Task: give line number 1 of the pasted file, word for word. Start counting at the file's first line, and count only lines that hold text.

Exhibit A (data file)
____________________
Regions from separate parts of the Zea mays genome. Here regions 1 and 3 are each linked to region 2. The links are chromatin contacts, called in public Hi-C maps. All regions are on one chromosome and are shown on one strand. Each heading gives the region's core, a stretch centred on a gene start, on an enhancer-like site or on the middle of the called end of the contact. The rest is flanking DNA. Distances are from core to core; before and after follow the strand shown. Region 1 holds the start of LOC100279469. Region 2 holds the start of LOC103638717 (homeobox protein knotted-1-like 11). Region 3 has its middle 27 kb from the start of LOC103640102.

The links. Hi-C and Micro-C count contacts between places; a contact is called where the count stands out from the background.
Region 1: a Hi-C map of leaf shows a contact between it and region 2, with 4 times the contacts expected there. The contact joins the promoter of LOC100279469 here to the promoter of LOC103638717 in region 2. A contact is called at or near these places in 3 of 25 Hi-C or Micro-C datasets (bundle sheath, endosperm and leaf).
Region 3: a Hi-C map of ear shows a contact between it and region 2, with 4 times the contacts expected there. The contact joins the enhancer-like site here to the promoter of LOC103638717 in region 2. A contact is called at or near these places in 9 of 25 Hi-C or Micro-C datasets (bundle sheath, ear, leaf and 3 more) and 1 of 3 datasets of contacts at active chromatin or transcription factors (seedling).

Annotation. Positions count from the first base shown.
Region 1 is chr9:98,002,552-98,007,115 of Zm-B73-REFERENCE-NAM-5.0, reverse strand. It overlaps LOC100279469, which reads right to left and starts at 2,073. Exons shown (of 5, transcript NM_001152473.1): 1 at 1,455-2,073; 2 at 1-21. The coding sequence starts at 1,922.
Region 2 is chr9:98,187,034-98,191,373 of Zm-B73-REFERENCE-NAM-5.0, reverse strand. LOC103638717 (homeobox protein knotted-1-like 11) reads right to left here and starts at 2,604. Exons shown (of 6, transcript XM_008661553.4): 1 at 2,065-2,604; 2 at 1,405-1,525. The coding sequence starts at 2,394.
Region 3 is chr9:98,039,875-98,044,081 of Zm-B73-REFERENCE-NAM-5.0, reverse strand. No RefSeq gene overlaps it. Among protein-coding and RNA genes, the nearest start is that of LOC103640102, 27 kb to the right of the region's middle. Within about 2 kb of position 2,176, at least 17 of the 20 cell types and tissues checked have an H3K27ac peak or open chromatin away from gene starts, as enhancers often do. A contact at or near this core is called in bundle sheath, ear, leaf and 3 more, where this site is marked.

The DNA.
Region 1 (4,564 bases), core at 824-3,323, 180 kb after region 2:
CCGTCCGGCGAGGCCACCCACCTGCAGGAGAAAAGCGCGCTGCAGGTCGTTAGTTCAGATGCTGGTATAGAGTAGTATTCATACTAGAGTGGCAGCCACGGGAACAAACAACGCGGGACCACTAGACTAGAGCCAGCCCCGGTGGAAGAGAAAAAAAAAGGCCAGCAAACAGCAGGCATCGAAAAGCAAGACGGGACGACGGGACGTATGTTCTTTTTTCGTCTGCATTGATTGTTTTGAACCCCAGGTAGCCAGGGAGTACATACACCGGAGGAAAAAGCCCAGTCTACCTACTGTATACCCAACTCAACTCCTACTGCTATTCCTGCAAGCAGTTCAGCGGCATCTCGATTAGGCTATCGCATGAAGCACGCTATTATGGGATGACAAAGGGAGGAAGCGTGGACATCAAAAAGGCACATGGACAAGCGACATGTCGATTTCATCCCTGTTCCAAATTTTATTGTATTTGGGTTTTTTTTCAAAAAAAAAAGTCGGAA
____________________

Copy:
Regions from separate parts of the Zea mays genome. Here regions 1 and 3 are each linked to region 2. The links are chromatin contacts, called in public Hi-C maps. All regions are on one chromosome and are shown on one strand. Each heading gives the region's core, a stretch centred on a gene start, on an enhancer-like site or on the middle of the called end of the contact. The rest is flanking DNA. Distances are from core to core; before and after follow the strand shown. Region 1 holds the start of LOC100279469. Region 2 holds the start of LOC103638717 (homeobox protein knotted-1-like 11). Region 3 has its middle 27 kb from the start of LOC103640102.